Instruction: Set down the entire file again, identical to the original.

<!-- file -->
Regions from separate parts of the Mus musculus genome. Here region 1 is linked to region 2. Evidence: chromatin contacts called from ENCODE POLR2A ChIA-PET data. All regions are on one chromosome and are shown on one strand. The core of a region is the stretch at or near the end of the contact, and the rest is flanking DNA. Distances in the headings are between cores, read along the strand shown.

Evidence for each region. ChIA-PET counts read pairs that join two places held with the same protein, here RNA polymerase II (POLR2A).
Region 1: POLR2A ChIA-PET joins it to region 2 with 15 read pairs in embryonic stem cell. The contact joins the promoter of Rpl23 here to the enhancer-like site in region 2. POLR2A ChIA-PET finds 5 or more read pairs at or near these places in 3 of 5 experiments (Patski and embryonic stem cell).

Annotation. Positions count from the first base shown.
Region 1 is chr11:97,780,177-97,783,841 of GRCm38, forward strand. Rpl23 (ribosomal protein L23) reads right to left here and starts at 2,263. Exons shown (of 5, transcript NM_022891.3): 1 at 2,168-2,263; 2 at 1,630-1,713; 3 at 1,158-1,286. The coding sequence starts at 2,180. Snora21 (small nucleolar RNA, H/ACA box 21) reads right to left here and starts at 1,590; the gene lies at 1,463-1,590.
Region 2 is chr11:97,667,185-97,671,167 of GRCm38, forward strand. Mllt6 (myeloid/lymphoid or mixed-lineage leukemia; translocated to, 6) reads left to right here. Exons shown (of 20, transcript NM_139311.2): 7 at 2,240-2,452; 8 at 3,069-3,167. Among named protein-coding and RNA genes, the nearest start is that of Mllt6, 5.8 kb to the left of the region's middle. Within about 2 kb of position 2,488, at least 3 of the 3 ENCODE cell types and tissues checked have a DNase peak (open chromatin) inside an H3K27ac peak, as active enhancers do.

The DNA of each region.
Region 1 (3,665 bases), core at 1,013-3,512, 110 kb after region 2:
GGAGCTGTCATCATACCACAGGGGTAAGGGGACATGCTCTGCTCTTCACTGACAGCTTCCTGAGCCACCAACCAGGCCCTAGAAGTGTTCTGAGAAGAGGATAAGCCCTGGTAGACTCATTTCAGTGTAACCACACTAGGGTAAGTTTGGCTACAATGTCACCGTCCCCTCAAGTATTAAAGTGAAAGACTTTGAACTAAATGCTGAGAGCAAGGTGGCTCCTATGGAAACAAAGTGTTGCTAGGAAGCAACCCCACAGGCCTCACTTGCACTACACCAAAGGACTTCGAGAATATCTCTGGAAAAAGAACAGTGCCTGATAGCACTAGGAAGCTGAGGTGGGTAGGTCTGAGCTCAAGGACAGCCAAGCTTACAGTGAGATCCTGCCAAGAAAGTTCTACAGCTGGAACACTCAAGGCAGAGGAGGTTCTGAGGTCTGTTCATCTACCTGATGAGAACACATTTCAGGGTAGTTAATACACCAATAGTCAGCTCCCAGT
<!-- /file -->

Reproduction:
Regions from separate parts of the Mus musculus genome. Here region 1 is linked to region 2. Evidence: chromatin contacts called from ENCODE POLR2A ChIA-PET data. All regions are on one chromosome and are shown on one strand. The core of a region is the stretch at or near the end of the contact, and the rest is flanking DNA. Distances in the headings are between cores, read along the strand shown.

Evidence for each region. ChIA-PET counts read pairs that join two places held with the same protein, here RNA polymerase II (POLR2A).
Region 1: POLR2A ChIA-PET joins it to region 2 with 15 read pairs in embryonic stem cell. The contact joins the promoter of Rpl23 here to the enhancer-like site in region 2. POLR2A ChIA-PET finds 5 or more read pairs at or near these places in 3 of 5 experiments (Patski and embryonic stem cell).

Annotation. Positions count from the first base shown.
Region 1 is chr11:97,780,177-97,783,841 of GRCm38, forward strand. Rpl23 (ribosomal protein L23) reads right to left here and starts at 2,263. Exons shown (of 5, transcript NM_022891.3): 1 at 2,168-2,263; 2 at 1,630-1,713; 3 at 1,158-1,286. The coding sequence starts at 2,180. Snora21 (small nucleolar RNA, H/ACA box 21) reads right to left here and starts at 1,590; the gene lies at 1,463-1,590.
Region 2 is chr11:97,667,185-97,671,167 of GRCm38, forward strand. Mllt6 (myeloid/lymphoid or mixed-lineage leukemia; translocated to, 6) reads left to right here. Exons shown (of 20, transcript NM_139311.2): 7 at 2,240-2,452; 8 at 3,069-3,167. Among named protein-coding and RNA genes, the nearest start is that of Mllt6, 5.8 kb to the left of the region's middle. Within about 2 kb of position 2,488, at least 3 of the 3 ENCODE cell types and tissues checked have a DNase peak (open chromatin) inside an H3K27ac peak, as active enhancers do.

The DNA of each region.
Region 1 (3,665 bases), core at 1,013-3,512, 110 kb after region 2:
GGAGCTGTCATCATACCACAGGGGTAAGGGGACATGCTCTGCTCTTCACTGACAGCTTCCTGAGCCACCAACCAGGCCCTAGAAGTGTTCTGAGAAGAGGATAAGCCCTGGTAGACTCATTTCAGTGTAACCACACTAGGGTAAGTTTGGCTACAATGTCACCGTCCCCTCAAGTATTAAAGTGAAAGACTTTGAACTAAATGCTGAGAGCAAGGTGGCTCCTATGGAAACAAAGTGTTGCTAGGAAGCAACCCCACAGGCCTCACTTGCACTACACCAAAGGACTTCGAGAATATCTCTGGAAAAAGAACAGTGCCTGATAGCACTAGGAAGCTGAGGTGGGTAGGTCTGAGCTCAAGGACAGCCAAGCTTACAGTGAGATCCTGCCAAGAAAGTTCTACAGCTGGAACACTCAAGGCAGAGGAGGTTCTGAGGTCTGTTCATCTACCTGATGAGAACACATTTCAGGGTAGTTAATACACCAATAGTCAGCTCCCAGT